an exact tissue match. One issue that has remained a
concern with transplants of allogeneic tissue to the brain is
the role of immune recognition in transplant outcome and effi-
cacy. Immune processes are specialized within the brain and
differ considerably from immunological processes in the per-
iphery. Grafts of poorly matched tissue can be well tolerated.
Human Molecular Genetics, 2008, Vol. 17, Review Issue 1R85
by guest on December 31, 2015
kinase C, and protein tyrosine kinases: evidence for TRAIL induction via
the T cell receptor signaling pathway. Exp. Cell Res., 252, 96–103.
45. Jurewicz, A., Matysiak, M., Andrzejak, S. and Selmaj, K. (2006)
TRAIL-induced death of human adult oligodendrocytes is mediated by
JNK pathway. Glia, 53, 158–166.
46. Aktas, O., Smorodchenko, A., Brocke, S., Infante-Duarte, C., Schulze
Topphoff, U., Vogt, J., Prozorovski, T., Meier, S., Osmanova, V., Pohl, E.
et al. (2005) Neuronal damage in autoimmune neuroinflammation
mediated by the death ligand TRAIL. Neuron, 46, 421–432.
47. Iosif, R.E., Ekdahl, C.T., Ahlenius, H., Pronk, C.J., Bonde, S., Kokaia, Z.,
Jacobsen, S.E. and Lindvall, O. (2006) Tumor necrosis factor receptor 1 is
a negative regulator of progenitor proliferation in adult hippocampal
neurogenesis. J. Neurosci., 26, 9703–9712.
48. Wachs, F.P., Winner, B., Couillard-Despres, S., Schiller, T., Aigner, R.,
Winkler, J., Bogdahn, U. and Aigner, L. (2006) Transforming growth
factor-beta1 is a negative modulator of adult neurogenesis.
J. Neuropathol. Exp. Neurol., 65, 358–370.
49. Buckwalter, M.S., Yamane, M., Coleman, B.S., Ormerod, B.K., Chin,
J.T., Palmer, T. and Wyss-Coray, T. (2006) Chronically increased
transforming growth factor-beta1 strongly inhibits hippocampal
neurogenesis in aged mice. Am. J. Pathol., 169, 154–164.
50. Nakanishi, M., Niidome, T., Matsuda, S., Akaike, A., Kihara, T. and
Sugimoto, H. (2007) Microglia-derived interleukin-6 and leukaemia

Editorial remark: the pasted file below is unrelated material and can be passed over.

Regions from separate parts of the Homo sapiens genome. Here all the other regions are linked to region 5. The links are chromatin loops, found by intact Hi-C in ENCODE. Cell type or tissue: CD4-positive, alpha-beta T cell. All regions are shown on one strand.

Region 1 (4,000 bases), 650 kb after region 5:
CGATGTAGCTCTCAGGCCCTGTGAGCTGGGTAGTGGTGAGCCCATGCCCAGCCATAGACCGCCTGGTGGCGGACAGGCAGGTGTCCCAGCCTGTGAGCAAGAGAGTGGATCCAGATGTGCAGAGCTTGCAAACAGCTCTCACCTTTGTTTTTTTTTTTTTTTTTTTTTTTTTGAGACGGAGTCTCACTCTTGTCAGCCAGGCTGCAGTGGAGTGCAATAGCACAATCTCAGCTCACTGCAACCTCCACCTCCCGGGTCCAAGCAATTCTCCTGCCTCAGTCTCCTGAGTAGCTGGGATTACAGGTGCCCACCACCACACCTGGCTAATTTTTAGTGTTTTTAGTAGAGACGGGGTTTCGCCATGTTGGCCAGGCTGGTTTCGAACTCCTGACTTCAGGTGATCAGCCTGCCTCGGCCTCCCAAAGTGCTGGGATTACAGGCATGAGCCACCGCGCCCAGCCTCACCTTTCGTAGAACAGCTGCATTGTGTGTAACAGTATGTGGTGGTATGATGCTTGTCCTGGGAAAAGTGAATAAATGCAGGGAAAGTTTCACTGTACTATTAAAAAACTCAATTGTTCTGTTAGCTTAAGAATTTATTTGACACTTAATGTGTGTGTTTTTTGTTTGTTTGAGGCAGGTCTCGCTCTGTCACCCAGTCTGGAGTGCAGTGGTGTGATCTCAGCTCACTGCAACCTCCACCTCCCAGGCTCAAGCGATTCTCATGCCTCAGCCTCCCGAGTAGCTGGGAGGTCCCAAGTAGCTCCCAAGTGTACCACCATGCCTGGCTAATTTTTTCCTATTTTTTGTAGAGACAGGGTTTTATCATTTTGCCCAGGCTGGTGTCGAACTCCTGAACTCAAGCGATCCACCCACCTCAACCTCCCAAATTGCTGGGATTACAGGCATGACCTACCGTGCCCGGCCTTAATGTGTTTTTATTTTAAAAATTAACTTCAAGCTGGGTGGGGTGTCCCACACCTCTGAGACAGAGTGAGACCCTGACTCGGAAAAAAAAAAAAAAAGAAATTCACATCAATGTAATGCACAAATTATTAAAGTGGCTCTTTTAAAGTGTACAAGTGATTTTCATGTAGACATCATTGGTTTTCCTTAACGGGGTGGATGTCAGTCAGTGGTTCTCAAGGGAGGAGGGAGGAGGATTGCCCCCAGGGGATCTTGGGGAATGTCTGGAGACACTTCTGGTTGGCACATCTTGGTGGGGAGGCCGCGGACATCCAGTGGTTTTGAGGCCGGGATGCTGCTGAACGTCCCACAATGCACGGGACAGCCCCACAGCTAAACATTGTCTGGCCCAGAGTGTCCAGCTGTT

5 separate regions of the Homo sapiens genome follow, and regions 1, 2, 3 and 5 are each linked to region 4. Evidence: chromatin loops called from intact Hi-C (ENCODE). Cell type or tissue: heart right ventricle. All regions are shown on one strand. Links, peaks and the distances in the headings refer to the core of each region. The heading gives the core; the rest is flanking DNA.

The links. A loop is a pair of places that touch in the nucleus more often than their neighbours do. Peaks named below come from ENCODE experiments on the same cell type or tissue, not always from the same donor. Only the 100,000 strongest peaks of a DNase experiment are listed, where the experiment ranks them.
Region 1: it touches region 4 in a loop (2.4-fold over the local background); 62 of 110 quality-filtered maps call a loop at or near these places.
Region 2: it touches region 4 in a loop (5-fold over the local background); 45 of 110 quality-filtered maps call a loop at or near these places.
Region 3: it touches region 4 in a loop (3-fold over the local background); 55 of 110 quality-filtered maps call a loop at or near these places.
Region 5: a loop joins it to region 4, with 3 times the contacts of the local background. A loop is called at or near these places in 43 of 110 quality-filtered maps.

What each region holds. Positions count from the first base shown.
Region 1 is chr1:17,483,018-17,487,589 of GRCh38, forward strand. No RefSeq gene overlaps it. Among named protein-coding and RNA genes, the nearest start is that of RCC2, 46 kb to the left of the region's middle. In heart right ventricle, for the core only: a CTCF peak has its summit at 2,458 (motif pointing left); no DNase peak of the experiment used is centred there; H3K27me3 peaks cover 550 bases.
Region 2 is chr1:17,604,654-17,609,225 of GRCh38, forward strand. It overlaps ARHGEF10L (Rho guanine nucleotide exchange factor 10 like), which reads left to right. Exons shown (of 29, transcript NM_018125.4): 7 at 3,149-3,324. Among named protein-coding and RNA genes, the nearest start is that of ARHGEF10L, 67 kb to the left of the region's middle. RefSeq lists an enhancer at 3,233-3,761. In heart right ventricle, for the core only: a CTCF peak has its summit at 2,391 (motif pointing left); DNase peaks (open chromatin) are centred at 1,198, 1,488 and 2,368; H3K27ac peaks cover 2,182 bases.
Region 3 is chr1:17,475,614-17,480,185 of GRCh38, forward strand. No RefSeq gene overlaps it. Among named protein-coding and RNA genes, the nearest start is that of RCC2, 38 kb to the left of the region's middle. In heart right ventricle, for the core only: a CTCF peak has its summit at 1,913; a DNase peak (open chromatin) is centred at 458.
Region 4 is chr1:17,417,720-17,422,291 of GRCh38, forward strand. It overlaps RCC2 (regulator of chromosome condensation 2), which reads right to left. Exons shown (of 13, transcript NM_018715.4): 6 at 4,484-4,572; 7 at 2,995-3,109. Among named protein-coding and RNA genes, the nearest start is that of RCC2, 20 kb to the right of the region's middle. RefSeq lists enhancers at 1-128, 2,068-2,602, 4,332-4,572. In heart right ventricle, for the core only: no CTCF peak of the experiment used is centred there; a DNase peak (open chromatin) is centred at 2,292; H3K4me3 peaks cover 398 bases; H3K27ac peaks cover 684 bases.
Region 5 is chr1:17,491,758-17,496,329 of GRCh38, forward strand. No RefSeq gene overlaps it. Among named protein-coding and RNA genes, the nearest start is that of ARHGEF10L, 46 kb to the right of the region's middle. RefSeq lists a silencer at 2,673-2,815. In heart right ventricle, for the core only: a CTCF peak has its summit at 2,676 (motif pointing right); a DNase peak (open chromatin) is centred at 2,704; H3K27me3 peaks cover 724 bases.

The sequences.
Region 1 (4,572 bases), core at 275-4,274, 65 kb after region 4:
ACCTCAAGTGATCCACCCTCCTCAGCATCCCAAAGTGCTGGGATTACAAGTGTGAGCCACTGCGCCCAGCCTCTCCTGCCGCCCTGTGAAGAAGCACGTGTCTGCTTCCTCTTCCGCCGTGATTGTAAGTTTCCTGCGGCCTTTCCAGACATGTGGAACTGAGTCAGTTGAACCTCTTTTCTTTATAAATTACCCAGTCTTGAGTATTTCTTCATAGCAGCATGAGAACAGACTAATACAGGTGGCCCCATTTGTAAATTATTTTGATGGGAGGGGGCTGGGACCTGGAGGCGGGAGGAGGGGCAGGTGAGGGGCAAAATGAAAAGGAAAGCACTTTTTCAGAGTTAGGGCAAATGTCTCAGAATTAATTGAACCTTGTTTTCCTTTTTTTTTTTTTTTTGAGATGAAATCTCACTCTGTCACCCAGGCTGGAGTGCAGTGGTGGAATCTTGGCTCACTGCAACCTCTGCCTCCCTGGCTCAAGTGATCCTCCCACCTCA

inhibitory factor promote astrocytic differentiation of neural stem/
progenitor cells. Eur. J. Neurosci., 25, 649–658.
51. Vallieres, L., Campbell, I.L., Gage, F.H. and Sawchenko, P.E. (2002)
Reduced hippocampal neurogenesis in adult transgenic mice with chronic
astrocytic production of interleukin-6. J. Neurosci., 22, 486–492.
52. Monje, M.L., Mizumatsu, S., Fike, J.R. and Palmer, T.D. (2002)
Irradiation induces neural precursor-cell dysfunction. Nat. Med., 8,
53. Roussa, E., Wiehle, M., Dunker, N., Becker-Katins, S., Oehlke, O. and
Krieglstein, K. (2006) Transforming growth factor beta is required for
differentiation of mouse mesencephalic progenitors into dopaminergic
neurons in vitro and in vivo: ectopic induction in dorsal mesencephalon.
Stem Cells, 24, 2120–2129.
54. Siglienti, I., Chan, A., Kleinschnitz, C., Jander, S., Toyka, K.V., Gold, R.
and Stoll, G. (2007) Downregulation of transforming growth factor-beta2
facilitates inflammation in the central nervous system by reciprocal
astrocyte/microglia interactions. J. Neuropathol. Exp. Neurol., 66, 47–56.
55. Deisseroth, K., Singla, S., Toda, H., Monje, M., Palmer, T.D. and
Malenka, R.C. (2004) Excitation-neurogenesis coupling in adult neural
stem/progenitor cells. Neuron, 42, 535–552.
56. Lacmann, A., Hess, D., Gohla, G., Roussa, E. and Krieglstein, K. (2007)
Activity-dependent release of transforming growth factor-beta in a
neuronal network in vitro. Neuroscience, 150, 647–657.
57. Ge, S., Goh, E.L., Sailor, K.A., Kitabatake, Y., Ming, G.L. and Song, H.
(2006) GABA regulates synaptic integration of newly generated neurons